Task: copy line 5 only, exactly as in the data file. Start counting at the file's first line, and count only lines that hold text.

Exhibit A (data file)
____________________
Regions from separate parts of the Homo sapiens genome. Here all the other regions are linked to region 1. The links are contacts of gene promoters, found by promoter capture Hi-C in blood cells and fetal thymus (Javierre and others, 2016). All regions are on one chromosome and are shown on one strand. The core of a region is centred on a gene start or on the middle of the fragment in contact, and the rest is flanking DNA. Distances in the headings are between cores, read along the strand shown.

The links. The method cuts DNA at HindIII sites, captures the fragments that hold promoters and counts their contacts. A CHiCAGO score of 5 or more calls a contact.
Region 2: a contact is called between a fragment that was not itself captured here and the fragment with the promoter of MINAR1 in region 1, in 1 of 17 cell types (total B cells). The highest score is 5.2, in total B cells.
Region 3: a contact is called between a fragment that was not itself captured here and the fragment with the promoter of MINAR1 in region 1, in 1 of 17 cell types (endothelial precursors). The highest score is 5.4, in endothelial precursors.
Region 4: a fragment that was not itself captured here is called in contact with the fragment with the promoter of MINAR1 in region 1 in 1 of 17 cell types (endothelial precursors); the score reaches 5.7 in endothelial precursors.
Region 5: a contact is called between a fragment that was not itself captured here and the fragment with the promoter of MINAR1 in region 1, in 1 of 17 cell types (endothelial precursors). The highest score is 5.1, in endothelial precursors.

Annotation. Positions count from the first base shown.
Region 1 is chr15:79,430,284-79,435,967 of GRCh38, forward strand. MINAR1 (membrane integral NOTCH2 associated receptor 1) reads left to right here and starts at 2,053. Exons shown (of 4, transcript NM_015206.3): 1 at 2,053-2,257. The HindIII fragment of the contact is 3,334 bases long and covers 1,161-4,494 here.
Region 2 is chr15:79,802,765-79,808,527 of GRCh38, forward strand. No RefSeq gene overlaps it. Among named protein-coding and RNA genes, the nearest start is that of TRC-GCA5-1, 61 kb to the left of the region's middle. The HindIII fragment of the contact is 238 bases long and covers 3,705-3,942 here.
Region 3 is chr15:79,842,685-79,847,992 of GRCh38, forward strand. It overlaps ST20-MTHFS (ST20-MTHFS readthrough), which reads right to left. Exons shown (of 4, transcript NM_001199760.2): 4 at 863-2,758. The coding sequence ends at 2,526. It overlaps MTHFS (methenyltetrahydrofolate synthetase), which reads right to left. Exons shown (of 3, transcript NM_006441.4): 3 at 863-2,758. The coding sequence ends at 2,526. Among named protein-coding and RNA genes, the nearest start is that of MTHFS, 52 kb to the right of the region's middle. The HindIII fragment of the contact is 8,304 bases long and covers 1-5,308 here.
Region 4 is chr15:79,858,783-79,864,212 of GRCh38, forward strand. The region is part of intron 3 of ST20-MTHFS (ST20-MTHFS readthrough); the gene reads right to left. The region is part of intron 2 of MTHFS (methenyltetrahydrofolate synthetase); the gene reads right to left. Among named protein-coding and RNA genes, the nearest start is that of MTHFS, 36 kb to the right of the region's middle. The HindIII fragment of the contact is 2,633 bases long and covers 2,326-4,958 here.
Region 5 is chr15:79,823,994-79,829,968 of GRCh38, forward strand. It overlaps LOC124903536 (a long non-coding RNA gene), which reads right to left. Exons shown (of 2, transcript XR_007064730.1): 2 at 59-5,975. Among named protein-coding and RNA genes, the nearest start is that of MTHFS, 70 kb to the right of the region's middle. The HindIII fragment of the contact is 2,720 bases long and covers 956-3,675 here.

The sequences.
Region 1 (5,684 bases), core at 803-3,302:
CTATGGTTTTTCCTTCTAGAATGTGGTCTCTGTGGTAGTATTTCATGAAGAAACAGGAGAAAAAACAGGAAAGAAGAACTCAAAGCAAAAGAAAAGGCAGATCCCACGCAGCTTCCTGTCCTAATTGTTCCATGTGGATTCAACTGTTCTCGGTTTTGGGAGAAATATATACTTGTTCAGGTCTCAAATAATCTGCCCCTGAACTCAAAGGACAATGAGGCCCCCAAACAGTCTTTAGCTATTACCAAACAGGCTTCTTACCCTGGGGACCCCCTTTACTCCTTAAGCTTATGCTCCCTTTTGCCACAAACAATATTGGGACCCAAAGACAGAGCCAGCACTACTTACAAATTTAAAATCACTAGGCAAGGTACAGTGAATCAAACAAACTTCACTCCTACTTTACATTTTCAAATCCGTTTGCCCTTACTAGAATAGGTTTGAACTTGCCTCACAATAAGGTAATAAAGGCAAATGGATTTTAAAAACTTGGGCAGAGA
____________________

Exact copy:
Region 4: a fragment that was not itself captured here is called in contact with the fragment with the promoter of MINAR1 in region 1 in 1 of 17 cell types (endothelial precursors); the score reaches 5.7 in endothelial precursors.